This Asian presence ended by the 1930s and, as far as I can tell, hasn’t returned. On reflection it seems sad that we’ve now lost the diversity of background that our street once had, though at a time when it wouldn’t have been valued.

Hampton Buildings, the gateway to Wray

The Hampton Buildings, built in 1896, are the iconic entry point to the Wray Avenue precinct at the unusual “fiveways” intersection, a point where five roadways radiate out in a star pattern: Wray Avenue, Little Howard Street, Howard Street and South Terrace to the north and south.

The Hampton Buildings are wedged between Little Howard Street and Wray Avenue, which I have already noted was originally called Hampton Street.

The name Hampton came from John Stephen Hampton, Governor of Western Australia from 1862-1868. His appointment was controversial following his service as Comptroller General in the colony of Van Diemen’s Land (now Tasmania). He was accused variously of inhumanity and corruption and summonsed to court. When he refused his summons he was charged with contempt. On grounds of ill health he was granted leave and returned to England.

A Court of Appeals in England later found in Hampton’s favour, acquitting him of the charges, clearing the way for him to be appointed as Governor of Western Australia.

His tenure in Western Australia was marked by much harsher penalties for criminals but also a balancing of the state’s finances which were then in much debt. His characteristics in this regard seem to foreshadow the ideology of our state Liberal Party.

He was also criticised for corrupt practices, including appointing his son George to the significant position of Comptroller-General despite him having no experience for the position. He also built and took up residence on Rottnest Island.

He died in 1869, a year after his position as Governor ended. The transportation of convicts to Western Australia ended soon after.

John Stephen Hampton is a stark contrast to the buildings that bear his name. Now they host a funky café in a decidedly left area of town. The nearest polling booth, Fremantle Primary School, was where the Greens (WA) recorded their highest votes at recent elections. During the recent council elections, a giant poster of Greens member and eventual winner in the Mayoral race Brad Pettit loomed over the buildings like an image of Chairman Mao in Tiananmen Square. It is a vibrant little corner of the kind that I imagine the former Governor would have detested.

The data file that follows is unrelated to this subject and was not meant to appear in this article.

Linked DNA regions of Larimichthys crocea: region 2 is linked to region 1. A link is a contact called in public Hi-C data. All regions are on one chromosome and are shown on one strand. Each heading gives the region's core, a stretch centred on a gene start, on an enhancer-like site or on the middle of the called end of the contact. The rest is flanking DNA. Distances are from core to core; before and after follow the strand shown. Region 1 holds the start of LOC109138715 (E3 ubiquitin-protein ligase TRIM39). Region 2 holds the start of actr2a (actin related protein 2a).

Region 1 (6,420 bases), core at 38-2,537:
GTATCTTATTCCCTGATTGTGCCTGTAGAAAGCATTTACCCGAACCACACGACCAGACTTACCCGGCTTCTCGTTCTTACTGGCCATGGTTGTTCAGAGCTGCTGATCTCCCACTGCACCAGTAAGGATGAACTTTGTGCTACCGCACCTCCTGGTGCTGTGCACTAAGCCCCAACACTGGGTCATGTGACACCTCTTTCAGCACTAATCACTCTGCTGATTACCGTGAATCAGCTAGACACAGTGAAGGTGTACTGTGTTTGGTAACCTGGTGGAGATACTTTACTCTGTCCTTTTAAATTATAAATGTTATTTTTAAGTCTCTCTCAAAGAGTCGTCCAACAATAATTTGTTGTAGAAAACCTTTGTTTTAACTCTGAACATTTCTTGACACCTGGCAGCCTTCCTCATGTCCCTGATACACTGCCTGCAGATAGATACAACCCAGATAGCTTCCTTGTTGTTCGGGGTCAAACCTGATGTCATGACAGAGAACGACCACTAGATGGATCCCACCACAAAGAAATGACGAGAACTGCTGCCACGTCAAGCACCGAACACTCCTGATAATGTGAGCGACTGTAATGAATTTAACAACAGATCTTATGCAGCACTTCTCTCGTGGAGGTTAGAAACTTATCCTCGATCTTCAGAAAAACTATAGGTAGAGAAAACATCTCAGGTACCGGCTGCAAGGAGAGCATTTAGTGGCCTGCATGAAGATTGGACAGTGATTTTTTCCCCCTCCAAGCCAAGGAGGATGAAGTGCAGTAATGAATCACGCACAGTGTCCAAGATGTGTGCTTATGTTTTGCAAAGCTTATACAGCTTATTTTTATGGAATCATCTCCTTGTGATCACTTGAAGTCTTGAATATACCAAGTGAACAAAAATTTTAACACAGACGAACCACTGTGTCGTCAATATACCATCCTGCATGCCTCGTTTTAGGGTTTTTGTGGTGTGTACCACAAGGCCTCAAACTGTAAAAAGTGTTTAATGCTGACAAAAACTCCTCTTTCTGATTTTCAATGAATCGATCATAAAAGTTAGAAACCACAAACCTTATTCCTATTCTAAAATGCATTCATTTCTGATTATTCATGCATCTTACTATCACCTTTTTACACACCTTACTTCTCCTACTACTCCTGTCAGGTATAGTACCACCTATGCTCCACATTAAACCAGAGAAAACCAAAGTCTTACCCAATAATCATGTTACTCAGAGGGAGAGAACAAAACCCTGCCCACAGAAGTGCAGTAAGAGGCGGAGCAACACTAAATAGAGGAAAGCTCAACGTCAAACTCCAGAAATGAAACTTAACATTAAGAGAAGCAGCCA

The Hampton Buidlings are distinguished by their unusual wedge shape and they remain one of the oldest buildings on the street and I have been able to discover the following details.

The first occupants of the Hampton Buildings were: William H Bawden, a draper; William Knuckey, a bootmaker; and Ah Cheong, a storekeeper.

By 1904, the street had changed its name to Alexander Road, seven years after the buildings were established. The occupants at this time were: William Knuckey, having moved his bootmaking business one closer to South Terrace; William Sowden, a butcher; and Kow Kee, a greengrocer.

By 1923, the street had changed its name again, this time to Wray Avenue, and the occupants were: Jas S McA Walker, a stationer; Elias A Jones, a bootmaker; and On Chan, a grocer.

In recent years it has been occupied by Spoonz café. I’ve always had the impression that it has struggled to attract a large, loyal customer base but never really known why. Perhaps it was their coffee, which I always found weak. Recently it has changed hand and become Wild Poppy. With funky, vibrant décor, good coffee and cheery staff, it looks to be getting a lot of appeal and will hopefully be around for a while.

Regardless of what happens, they’re just another chapter in the Hampton Building story.